“ Our homes improve the lives of people and, when you see in their eyes what happiness this brings, you never want to work with anything else, ”Bengt-Inge says. He continues“ Children can do
their homework by lamplight, nursing staff can take care of patients, women don’t have to give birth on bare ground and aid workers can enjoy good accommodation. This is what motivates us to keep up our efforts and to now develop this even further with NIBE at our side.
CAS and NIBE Energy Systems have together created a package solution to make each modular home self-sufficient in producing its own electricity. Eight solar panels mounted on the roof generate enough electricity each day to power an air-to-air heat pump, which mainly provides necessary cooling inside the homes on hot days
but also heats them via a hybrid inverter when temperatures drop at night. The addition of a battery pack, recessed in the structure of the building, enables surplus energy to be stored during daytime for use in the evenings and nights. The home no longer needs to have its electrical system connected to a diesel generator and huge savings can be made.
“ Apart from the environmental aspect, diesel represents a major cost and a problem in large refugee camps and military bases. Obviously, it is tremendously important to reduce or eliminate dependence on diesel – if we are to take the environmental crisis seriously – and harvest energy from the sun instead,” Bengt-Inge states.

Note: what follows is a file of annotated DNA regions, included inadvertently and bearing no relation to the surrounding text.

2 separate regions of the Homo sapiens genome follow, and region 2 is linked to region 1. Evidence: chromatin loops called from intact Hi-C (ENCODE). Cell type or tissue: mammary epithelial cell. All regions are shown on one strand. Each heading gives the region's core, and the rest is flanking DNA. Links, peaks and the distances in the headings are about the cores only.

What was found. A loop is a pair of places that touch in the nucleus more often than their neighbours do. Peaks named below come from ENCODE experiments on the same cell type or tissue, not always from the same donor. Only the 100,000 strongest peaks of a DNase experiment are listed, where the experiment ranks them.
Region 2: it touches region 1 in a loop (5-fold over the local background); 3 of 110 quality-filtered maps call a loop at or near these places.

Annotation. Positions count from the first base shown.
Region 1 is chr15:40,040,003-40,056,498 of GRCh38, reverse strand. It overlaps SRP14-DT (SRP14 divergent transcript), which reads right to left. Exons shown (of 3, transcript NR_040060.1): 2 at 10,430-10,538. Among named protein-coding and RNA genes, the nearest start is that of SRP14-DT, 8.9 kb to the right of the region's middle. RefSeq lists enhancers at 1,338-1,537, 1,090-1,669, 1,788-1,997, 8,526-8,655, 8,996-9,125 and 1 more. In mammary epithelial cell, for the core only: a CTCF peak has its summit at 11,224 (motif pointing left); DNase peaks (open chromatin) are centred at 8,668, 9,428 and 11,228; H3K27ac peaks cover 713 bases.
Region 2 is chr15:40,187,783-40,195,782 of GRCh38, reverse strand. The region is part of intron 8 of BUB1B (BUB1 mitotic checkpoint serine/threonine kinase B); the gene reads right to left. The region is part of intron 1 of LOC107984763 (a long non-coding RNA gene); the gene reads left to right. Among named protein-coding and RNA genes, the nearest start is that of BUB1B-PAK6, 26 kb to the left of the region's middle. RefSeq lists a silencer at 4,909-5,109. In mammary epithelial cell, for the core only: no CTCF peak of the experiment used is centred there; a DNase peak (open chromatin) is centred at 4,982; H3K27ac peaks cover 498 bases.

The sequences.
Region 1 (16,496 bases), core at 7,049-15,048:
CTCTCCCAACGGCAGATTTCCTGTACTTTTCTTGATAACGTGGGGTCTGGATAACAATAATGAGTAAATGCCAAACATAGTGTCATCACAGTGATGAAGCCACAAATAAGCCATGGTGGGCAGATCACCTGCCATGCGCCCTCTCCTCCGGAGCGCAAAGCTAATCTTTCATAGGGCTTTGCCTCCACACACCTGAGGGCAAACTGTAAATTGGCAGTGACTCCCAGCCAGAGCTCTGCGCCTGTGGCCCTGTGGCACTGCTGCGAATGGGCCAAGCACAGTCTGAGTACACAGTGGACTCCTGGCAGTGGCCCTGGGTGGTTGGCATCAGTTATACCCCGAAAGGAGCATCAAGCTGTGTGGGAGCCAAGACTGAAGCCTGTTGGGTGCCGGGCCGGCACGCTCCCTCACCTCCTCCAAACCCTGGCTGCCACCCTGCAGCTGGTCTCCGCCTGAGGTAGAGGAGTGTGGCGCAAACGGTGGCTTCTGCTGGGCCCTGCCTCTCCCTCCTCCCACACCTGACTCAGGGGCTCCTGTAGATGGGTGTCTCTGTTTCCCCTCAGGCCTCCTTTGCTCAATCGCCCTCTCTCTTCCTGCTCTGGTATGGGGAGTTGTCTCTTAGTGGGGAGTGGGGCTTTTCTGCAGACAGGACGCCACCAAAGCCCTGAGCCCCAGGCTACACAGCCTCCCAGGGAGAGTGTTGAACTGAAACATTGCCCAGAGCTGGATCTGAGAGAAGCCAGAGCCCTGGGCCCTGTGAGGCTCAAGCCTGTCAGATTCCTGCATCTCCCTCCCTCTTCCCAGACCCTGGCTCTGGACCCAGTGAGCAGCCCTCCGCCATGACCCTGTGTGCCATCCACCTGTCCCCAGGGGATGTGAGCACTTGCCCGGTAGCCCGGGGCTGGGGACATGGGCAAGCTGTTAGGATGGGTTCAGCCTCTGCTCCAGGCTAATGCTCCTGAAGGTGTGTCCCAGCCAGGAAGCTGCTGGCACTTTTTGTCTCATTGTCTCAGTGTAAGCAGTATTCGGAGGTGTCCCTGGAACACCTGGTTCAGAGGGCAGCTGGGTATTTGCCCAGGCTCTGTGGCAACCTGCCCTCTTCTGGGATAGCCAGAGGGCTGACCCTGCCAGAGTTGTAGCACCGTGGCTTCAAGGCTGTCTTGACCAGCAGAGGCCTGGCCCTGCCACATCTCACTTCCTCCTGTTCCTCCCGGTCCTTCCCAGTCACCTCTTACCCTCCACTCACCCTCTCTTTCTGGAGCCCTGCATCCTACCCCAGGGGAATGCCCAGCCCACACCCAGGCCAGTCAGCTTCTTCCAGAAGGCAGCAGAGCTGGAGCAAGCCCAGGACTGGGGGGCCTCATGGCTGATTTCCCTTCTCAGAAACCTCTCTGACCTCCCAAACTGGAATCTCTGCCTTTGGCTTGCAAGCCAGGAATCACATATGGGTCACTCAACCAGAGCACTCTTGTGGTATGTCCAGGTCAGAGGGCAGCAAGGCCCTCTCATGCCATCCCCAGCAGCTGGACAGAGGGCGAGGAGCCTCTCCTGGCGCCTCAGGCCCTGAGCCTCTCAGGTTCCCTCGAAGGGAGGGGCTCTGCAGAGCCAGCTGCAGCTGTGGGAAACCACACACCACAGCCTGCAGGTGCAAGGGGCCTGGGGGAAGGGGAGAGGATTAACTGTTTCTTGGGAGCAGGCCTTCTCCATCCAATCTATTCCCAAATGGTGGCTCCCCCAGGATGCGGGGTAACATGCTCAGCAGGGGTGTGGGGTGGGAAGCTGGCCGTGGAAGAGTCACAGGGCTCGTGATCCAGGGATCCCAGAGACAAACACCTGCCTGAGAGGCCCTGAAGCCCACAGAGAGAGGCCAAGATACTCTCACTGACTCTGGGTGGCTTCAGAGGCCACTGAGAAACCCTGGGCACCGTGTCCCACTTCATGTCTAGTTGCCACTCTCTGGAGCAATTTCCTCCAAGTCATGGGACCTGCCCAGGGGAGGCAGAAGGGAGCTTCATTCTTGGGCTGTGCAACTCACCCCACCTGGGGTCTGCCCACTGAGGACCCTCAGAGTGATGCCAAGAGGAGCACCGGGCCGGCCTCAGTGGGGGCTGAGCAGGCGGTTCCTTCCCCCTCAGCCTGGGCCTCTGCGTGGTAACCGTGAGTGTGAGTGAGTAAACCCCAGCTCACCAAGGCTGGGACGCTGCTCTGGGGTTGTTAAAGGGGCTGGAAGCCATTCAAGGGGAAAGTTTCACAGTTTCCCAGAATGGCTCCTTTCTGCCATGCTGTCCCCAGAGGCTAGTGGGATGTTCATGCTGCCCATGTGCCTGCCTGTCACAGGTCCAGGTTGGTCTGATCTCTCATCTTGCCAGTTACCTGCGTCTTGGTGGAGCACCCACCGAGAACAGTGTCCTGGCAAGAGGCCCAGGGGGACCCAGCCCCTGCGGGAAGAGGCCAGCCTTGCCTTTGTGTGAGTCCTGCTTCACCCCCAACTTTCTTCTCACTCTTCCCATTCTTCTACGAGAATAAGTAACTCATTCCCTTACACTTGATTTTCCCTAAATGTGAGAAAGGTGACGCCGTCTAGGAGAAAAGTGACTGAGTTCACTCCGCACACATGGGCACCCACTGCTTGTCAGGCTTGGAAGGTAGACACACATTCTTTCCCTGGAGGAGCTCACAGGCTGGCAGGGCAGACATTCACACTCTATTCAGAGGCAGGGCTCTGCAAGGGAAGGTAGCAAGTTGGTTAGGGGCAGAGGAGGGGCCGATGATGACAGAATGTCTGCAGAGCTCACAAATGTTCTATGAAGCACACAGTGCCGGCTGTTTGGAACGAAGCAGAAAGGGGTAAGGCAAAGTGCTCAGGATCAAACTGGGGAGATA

CAS has a complete model on display at its facility in Lundsbrunn near Skara. A health care centre with 16 solar panels is attracting considerable interest among CAS’s customers. For NIBE, this partnership is another example of how the company is contributing to a sustainable world in which renewable energy sources are increasing and will eventually make fossil fuels redundant.
“It feels good to know that NIBE’s products are helping create
a better world for people, improving the quality of care facilities in troubled countries and creating self-sufficient buildings where patients can receive care in healthy and hygienic conditions. It’s rather amazing when you think about it. Technology is so advanced that we can create self-sufficient buildings in the middle of nowhere”, observes Richard Carlholmer of NIBE Energy Systems.
CAS is now ready for an expected breakthrough in the global market. Sadly, the need for emergency support remains acute in many regions affected by disasters and conflicts around the world. Thankfully, technologies and solutions are available that can quickly improve living conditions in humanitarian crises.
“Although there are other solutions available in the market, nothing comes close to our quality. Particularly not now that we have added an energy solution that makes our product stand out even more. Our partnership with NIBE has developed in record time and is outstanding. Together, we’ll create an excellent market with our concept because of the enormous demand for this type of product in the world,” CEO of CAS AB Bengt-Inge Brodén says in closing.